• Because we believe in building an internal sense of community, we support the Membership Development Council, as well as our Sustainers. 
  • And because we believe in building JLW’s brand, we allocate over $20,000 toward the Communications and Public Relations Council.

A fifth bucket – supporting the work of JLW – reflects additional Headquarters-related, personnel, and administrative (phone system, cloud, internet) expenses.

The League has budgeted for a net surplus of just over $6,000 for 2017-2018.

Above: This chart is another way that the League has compared its expenses over time.  In this 2014-2018 analysis, Headquarters, personnel, and administrative expenses were allocated to the committees based on membership placement in those committees. Tracking this information over time will continue to help us understand where we are investing more and less each year. Please note that this includes expenses only – no revenue.

Above: In 2016-2017, the Board of Directors discussed beginning the budget process later in the year. Such a shift is only possible if the budget is no longer a part of the Annual Ballot approval process. As a result, a question was placed on the ballot to remove budget approval from the ballot moving forward; the measure passed with a majority of votes in April 2017. Effective 2017-2018, committee leaders will have more time and information, as well as the right people, with which to develop more meaningful budgets or plans for the coming year. It will also leave budget decisions in the hands of the Board members, the slate of leaders elected by the general membership to make these informed budget decisions and on whom fiscal responsibility rests. The budget will remain accessible to the entire membership via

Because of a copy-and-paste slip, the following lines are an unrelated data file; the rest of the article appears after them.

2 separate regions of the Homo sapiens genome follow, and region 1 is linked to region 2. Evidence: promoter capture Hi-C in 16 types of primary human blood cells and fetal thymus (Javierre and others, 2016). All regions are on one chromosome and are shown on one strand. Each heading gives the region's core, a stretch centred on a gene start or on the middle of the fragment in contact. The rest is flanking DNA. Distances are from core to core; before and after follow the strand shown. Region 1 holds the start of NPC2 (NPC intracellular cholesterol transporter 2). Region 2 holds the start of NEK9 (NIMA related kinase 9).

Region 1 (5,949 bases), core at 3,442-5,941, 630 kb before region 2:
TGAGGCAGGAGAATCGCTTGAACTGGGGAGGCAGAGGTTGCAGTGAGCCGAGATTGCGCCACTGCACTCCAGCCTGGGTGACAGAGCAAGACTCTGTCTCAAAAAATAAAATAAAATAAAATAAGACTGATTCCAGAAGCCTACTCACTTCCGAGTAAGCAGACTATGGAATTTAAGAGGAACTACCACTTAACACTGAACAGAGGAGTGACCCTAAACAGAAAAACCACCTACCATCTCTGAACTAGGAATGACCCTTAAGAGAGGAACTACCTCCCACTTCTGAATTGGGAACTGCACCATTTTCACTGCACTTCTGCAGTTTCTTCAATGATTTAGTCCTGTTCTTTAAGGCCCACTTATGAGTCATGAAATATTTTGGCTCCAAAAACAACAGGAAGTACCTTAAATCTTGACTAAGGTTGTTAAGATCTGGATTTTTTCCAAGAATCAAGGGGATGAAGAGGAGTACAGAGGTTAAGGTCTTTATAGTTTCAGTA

Wednesday, May 3, 2017

Connecting the Dots: Learning More about Our Members and Mission through JLW’s Annual Survey

Each year, the Junior League of Washington (JLW) polls our members to gather feedback on important topics. In addition to the standard, year-over-year questions regarding member satisfaction, placements, reasons for remaining active, and training opportunities, etc., the Strategic Planning Committee also develops new survey questions based on current initiatives, including findings from the 2015-2016 Membership Task Force, as well as themes under consideration for the League’s new 5-Year Strategic Plan (2017-2022). Based on these results, JLW takes steps to improve both the member experience and our footprint in the community – such as creating new placements (e.g. Leadership Institute and A Wider Circle Committees), implementing targeted Annual Plan tactics, and taking on special initiatives (e.g. Women’s Leadership Luncheon and Day of Service), to name a few.

For 2016-2017, JLW is excited to report that 679 members participated in the Annual Survey, representing a 35% increase compared to last year’s 503 participants. Especially important to note was a spike in Sustainer participation – up 126% from last year. Through these results, we are able to gain valuable insight into members’ experiences.

Let’s explore how the survey fits into the bigger picture of JLW:

·        There was a 7% increase in members who selected “Very Satisfied” compared to last year’s survey